About i360’s Consumer Pulse: The Consumer Pulse asks 1,000, of the 2.5 million US adult panelists, over 150 questions daily. Questions center around key topics such as economy, lifestyle, real estate, automotive, shopping, employment, political opinions, and more.
Is a recession coming our way? The Wall Street Journal recently polled academic and business economists and placed the probability of a recession within the next 12 months at 61%. Three-quarters of the same economists also expressed doubts that the Fed would be able to avoid widespread economic contraction via the ever-elusive “soft landing”. Coupled with economist’s projections, Powell’s barrage of rate hikes seems to point towards an imminent recession within the next year, while other metrics tell a different story.
The U.S. Bureau of Labor and Statistics January 2023 jobs report boasted that over half a million jobs were added in January alone. Additionally, unemployment is at its lowest levels since 1969. For reference, the US hasn’t seen unemployment levels this low since the first moon landing – before the Nixon administration. So, are we really barreling down on another pull-back, or is the old adage still true that economist have predicted nine of the last five recessions?
While expert opinions are undoubtably important, what do consumers think? i360’s Consumer Pulse, a longitudinal survey, has been tracking consumer sentiment on this topic. Below we take a look inside Consumer Pulse to get a better view.
The following chart shows our respondent’s outlook on a possible recession. General sentiment in our data is consistently bearish, with 70-80% of Americans feeling that the US is at least somewhat likely to enter a recession soon. After the Fed raised rates eight times in less than a year, it is reasonable to anticipate that the downstream effects would start to impact recession expectations. However, the most bearish answer of “Very Likely to Enter an Economic Recession”, recedes as the Fed increases rates. All other responses, ranging from “Not likely at all to enter an economic recession” to “Somewhat likely”, remain reasonably stationary across time.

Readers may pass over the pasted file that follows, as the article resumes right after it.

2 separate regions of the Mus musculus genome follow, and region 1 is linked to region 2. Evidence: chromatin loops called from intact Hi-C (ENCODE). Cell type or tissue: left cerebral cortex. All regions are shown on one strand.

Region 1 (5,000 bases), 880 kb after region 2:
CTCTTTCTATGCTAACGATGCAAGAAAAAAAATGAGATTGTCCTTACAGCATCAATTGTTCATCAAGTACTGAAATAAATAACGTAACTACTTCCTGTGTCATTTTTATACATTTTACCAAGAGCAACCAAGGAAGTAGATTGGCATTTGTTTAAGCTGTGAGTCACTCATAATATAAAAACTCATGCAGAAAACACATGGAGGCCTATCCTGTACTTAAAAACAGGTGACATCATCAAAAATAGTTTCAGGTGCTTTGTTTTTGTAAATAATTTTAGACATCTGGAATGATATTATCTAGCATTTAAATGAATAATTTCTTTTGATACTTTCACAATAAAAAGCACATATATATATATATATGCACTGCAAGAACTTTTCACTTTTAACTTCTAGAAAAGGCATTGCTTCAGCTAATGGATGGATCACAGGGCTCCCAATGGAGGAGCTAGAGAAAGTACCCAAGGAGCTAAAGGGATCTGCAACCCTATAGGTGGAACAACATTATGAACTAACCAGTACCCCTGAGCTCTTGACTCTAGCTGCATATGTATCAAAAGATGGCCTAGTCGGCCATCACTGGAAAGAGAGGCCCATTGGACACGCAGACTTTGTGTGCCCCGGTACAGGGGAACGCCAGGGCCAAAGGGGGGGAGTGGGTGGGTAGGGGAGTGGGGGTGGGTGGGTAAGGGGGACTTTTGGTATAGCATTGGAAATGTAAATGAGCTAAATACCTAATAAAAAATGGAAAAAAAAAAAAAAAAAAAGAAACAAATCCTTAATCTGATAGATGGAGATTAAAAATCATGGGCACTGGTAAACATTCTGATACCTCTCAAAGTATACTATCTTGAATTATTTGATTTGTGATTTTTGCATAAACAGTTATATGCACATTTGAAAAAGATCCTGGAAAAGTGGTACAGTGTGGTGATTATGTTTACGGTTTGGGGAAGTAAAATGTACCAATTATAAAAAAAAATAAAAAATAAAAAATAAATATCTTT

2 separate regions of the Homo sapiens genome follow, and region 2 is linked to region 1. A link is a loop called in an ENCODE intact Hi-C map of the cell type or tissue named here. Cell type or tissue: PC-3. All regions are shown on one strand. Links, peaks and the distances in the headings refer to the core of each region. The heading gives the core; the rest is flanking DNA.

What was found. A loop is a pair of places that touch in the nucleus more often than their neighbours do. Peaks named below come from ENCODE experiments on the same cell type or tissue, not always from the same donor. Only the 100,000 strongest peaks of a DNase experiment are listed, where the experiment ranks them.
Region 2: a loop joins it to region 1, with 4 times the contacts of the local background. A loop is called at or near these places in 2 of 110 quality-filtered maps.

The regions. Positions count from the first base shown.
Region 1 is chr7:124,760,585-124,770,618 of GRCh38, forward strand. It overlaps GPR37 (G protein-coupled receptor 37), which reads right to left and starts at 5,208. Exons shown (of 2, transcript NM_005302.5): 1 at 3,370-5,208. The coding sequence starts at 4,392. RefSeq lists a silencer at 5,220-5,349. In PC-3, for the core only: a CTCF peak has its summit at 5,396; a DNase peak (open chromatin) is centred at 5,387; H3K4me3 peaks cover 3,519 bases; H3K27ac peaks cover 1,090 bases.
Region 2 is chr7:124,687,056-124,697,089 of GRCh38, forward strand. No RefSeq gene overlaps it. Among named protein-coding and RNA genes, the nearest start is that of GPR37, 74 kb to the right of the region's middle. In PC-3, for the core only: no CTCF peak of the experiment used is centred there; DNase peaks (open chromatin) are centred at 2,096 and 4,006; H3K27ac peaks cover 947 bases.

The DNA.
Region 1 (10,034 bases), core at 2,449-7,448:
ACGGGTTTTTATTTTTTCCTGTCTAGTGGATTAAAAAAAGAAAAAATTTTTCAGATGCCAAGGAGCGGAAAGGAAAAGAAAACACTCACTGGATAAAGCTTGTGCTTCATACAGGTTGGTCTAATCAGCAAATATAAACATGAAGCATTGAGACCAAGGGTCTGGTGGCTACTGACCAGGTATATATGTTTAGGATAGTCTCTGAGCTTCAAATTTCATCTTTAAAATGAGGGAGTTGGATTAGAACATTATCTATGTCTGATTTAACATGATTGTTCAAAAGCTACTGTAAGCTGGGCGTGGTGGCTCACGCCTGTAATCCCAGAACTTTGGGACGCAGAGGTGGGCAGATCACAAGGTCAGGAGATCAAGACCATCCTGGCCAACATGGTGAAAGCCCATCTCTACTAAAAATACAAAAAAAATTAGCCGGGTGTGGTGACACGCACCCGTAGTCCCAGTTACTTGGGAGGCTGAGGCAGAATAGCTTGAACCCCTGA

Over the next six months, do you think we are likely or not likely to enter an economic recession?
Consumer Pulse also asks respondents to classify current business trends as ‘good times’, ‘bad times’ or ‘unsure’. In contrast to responses on recession likelihood above, survey responses for this question are consistent with the common ‘Fed Hikes Rates’ headline narrative. Beginning with the initial set of rate hikes in March 2022, respondents displayed an increased level of bearishness at an accelerating rate. In July 2022, negative sentiment apexes well above that of Winter 2021 levels, until arriving at the current rate of ~50%. Under a quarter of respondents classify the current business environment as ‘good times’, with one-third being unsure. Sentiment towards rate hikes seems more reactive and indicative of a recession from this perspective, but could point toward consumer short-sightedness concerning Fed policy implications.
How would you rate business conditions in the United States today?
Lastly, what do respondents think about the current job market? Over the course of the last year Consumer Pulse shows the slow erosion of positive labor market sentiment. This pattern continues despite the 500,000 plus jobs added in January. Regardless of incremental changes, most consumers remain positive about their role in the labor market. The reality of strong labor demand isn’t generating kinder sentiments toward the general economy. This is unexpected and will be explored in a future Consumer Pulse analysis.
How would you rate employment conditions in the U.S. today?
Consumer Pulse respondents generally express a negative, but elastic, outlook on the business environment and consistent bearishness towards the general economy. Will the US economy continue to rapidly add jobs? Or will these rate increases catch up and be ‘too much too fast’ for consumers? As Consumer Pulse continues to monitor sentiment, follow along for a wide variety of economic, financial and consumer analysis.
Disclosure: The information in these blog posts, based on i360’s Consumer Pulse, is for informational purposes only and should not be construed as investment advice on any matter.